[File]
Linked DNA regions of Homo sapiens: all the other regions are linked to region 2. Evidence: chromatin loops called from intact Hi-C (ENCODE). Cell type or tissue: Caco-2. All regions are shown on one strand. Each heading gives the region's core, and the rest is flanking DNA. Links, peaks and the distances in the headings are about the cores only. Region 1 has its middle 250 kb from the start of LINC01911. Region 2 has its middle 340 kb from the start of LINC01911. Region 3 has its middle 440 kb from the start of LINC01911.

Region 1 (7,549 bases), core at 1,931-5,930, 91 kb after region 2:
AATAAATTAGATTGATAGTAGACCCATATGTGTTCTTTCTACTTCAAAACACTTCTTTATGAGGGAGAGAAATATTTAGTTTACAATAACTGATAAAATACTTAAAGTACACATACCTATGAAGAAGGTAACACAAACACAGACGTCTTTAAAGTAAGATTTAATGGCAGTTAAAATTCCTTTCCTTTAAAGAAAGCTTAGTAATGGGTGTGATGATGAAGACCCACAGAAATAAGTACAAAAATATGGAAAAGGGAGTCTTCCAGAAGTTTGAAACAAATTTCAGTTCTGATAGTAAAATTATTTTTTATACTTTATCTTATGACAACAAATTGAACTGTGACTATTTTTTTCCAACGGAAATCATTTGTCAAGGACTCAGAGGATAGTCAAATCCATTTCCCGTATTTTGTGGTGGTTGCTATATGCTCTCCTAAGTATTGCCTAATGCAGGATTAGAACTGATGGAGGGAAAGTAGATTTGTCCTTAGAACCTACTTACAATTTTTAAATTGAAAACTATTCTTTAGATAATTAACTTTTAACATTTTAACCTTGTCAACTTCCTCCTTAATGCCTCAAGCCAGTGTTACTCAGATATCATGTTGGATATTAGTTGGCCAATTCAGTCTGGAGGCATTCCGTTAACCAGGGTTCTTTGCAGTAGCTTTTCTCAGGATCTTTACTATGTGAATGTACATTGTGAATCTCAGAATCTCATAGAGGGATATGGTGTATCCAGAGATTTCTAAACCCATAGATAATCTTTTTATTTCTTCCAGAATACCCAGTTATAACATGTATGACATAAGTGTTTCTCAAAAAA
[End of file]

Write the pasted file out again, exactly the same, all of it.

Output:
Linked DNA regions of Homo sapiens: all the other regions are linked to region 2. Evidence: chromatin loops called from intact Hi-C (ENCODE). Cell type or tissue: Caco-2. All regions are shown on one strand. Each heading gives the region's core, and the rest is flanking DNA. Links, peaks and the distances in the headings are about the cores only. Region 1 has its middle 250 kb from the start of LINC01911. Region 2 has its middle 340 kb from the start of LINC01911. Region 3 has its middle 440 kb from the start of LINC01911.

Region 1 (7,549 bases), core at 1,931-5,930, 91 kb after region 2:
AATAAATTAGATTGATAGTAGACCCATATGTGTTCTTTCTACTTCAAAACACTTCTTTATGAGGGAGAGAAATATTTAGTTTACAATAACTGATAAAATACTTAAAGTACACATACCTATGAAGAAGGTAACACAAACACAGACGTCTTTAAAGTAAGATTTAATGGCAGTTAAAATTCCTTTCCTTTAAAGAAAGCTTAGTAATGGGTGTGATGATGAAGACCCACAGAAATAAGTACAAAAATATGGAAAAGGGAGTCTTCCAGAAGTTTGAAACAAATTTCAGTTCTGATAGTAAAATTATTTTTTATACTTTATCTTATGACAACAAATTGAACTGTGACTATTTTTTTCCAACGGAAATCATTTGTCAAGGACTCAGAGGATAGTCAAATCCATTTCCCGTATTTTGTGGTGGTTGCTATATGCTCTCCTAAGTATTGCCTAATGCAGGATTAGAACTGATGGAGGGAAAGTAGATTTGTCCTTAGAACCTACTTACAATTTTTAAATTGAAAACTATTCTTTAGATAATTAACTTTTAACATTTTAACCTTGTCAACTTCCTCCTTAATGCCTCAAGCCAGTGTTACTCAGATATCATGTTGGATATTAGTTGGCCAATTCAGTCTGGAGGCATTCCGTTAACCAGGGTTCTTTGCAGTAGCTTTTCTCAGGATCTTTACTATGTGAATGTACATTGTGAATCTCAGAATCTCATAGAGGGATATGGTGTATCCAGAGATTTCTAAACCCATAGATAATCTTTTTATTTCTTCCAGAATACCCAGTTATAACATGTATGACATAAGTGTTTCTCAAAAAA